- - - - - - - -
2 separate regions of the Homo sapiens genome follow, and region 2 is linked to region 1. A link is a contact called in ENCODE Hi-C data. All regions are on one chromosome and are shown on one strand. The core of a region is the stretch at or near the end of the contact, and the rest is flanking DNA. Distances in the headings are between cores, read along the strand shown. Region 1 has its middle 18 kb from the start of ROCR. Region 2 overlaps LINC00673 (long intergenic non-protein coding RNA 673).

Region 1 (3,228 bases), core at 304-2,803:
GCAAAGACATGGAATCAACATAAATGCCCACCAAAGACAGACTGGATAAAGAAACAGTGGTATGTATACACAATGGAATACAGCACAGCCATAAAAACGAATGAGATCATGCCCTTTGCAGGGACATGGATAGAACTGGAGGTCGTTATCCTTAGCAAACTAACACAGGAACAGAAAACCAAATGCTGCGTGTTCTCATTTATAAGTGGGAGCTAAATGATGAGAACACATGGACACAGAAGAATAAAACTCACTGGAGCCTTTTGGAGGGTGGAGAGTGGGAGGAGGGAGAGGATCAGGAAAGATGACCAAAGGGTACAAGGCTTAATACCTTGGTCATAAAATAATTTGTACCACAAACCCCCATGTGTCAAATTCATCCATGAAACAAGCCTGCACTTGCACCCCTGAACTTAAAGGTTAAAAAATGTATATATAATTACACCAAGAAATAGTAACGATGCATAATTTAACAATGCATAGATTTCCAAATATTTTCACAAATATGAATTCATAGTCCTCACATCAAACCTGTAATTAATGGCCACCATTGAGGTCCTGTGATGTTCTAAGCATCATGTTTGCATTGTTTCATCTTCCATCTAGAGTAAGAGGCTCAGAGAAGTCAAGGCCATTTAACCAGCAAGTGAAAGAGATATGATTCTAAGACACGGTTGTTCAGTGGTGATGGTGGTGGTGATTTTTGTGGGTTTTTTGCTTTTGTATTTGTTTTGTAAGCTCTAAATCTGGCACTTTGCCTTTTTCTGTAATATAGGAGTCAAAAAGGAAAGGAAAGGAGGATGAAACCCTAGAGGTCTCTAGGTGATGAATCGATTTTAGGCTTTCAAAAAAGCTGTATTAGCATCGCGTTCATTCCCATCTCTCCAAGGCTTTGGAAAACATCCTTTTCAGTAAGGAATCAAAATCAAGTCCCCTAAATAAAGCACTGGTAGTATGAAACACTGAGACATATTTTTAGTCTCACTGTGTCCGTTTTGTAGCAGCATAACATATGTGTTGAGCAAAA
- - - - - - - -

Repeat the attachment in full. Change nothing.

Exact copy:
2 separate regions of the Homo sapiens genome follow, and region 2 is linked to region 1. A link is a contact called in ENCODE Hi-C data. All regions are on one chromosome and are shown on one strand. The core of a region is the stretch at or near the end of the contact, and the rest is flanking DNA. Distances in the headings are between cores, read along the strand shown. Region 1 has its middle 18 kb from the start of ROCR. Region 2 overlaps LINC00673 (long intergenic non-protein coding RNA 673).

Region 1 (3,228 bases), core at 304-2,803:
GCAAAGACATGGAATCAACATAAATGCCCACCAAAGACAGACTGGATAAAGAAACAGTGGTATGTATACACAATGGAATACAGCACAGCCATAAAAACGAATGAGATCATGCCCTTTGCAGGGACATGGATAGAACTGGAGGTCGTTATCCTTAGCAAACTAACACAGGAACAGAAAACCAAATGCTGCGTGTTCTCATTTATAAGTGGGAGCTAAATGATGAGAACACATGGACACAGAAGAATAAAACTCACTGGAGCCTTTTGGAGGGTGGAGAGTGGGAGGAGGGAGAGGATCAGGAAAGATGACCAAAGGGTACAAGGCTTAATACCTTGGTCATAAAATAATTTGTACCACAAACCCCCATGTGTCAAATTCATCCATGAAACAAGCCTGCACTTGCACCCCTGAACTTAAAGGTTAAAAAATGTATATATAATTACACCAAGAAATAGTAACGATGCATAATTTAACAATGCATAGATTTCCAAATATTTTCACAAATATGAATTCATAGTCCTCACATCAAACCTGTAATTAATGGCCACCATTGAGGTCCTGTGATGTTCTAAGCATCATGTTTGCATTGTTTCATCTTCCATCTAGAGTAAGAGGCTCAGAGAAGTCAAGGCCATTTAACCAGCAAGTGAAAGAGATATGATTCTAAGACACGGTTGTTCAGTGGTGATGGTGGTGGTGATTTTTGTGGGTTTTTTGCTTTTGTATTTGTTTTGTAAGCTCTAAATCTGGCACTTTGCCTTTTTCTGTAATATAGGAGTCAAAAAGGAAAGGAAAGGAGGATGAAACCCTAGAGGTCTCTAGGTGATGAATCGATTTTAGGCTTTCAAAAAAGCTGTATTAGCATCGCGTTCATTCCCATCTCTCCAAGGCTTTGGAAAACATCCTTTTCAGTAAGGAATCAAAATCAAGTCCCCTAAATAAAGCACTGGTAGTATGAAACACTGAGACATATTTTTAGTCTCACTGTGTCCGTTTTGTAGCAGCATAACATATGTGTTGAGCAAAA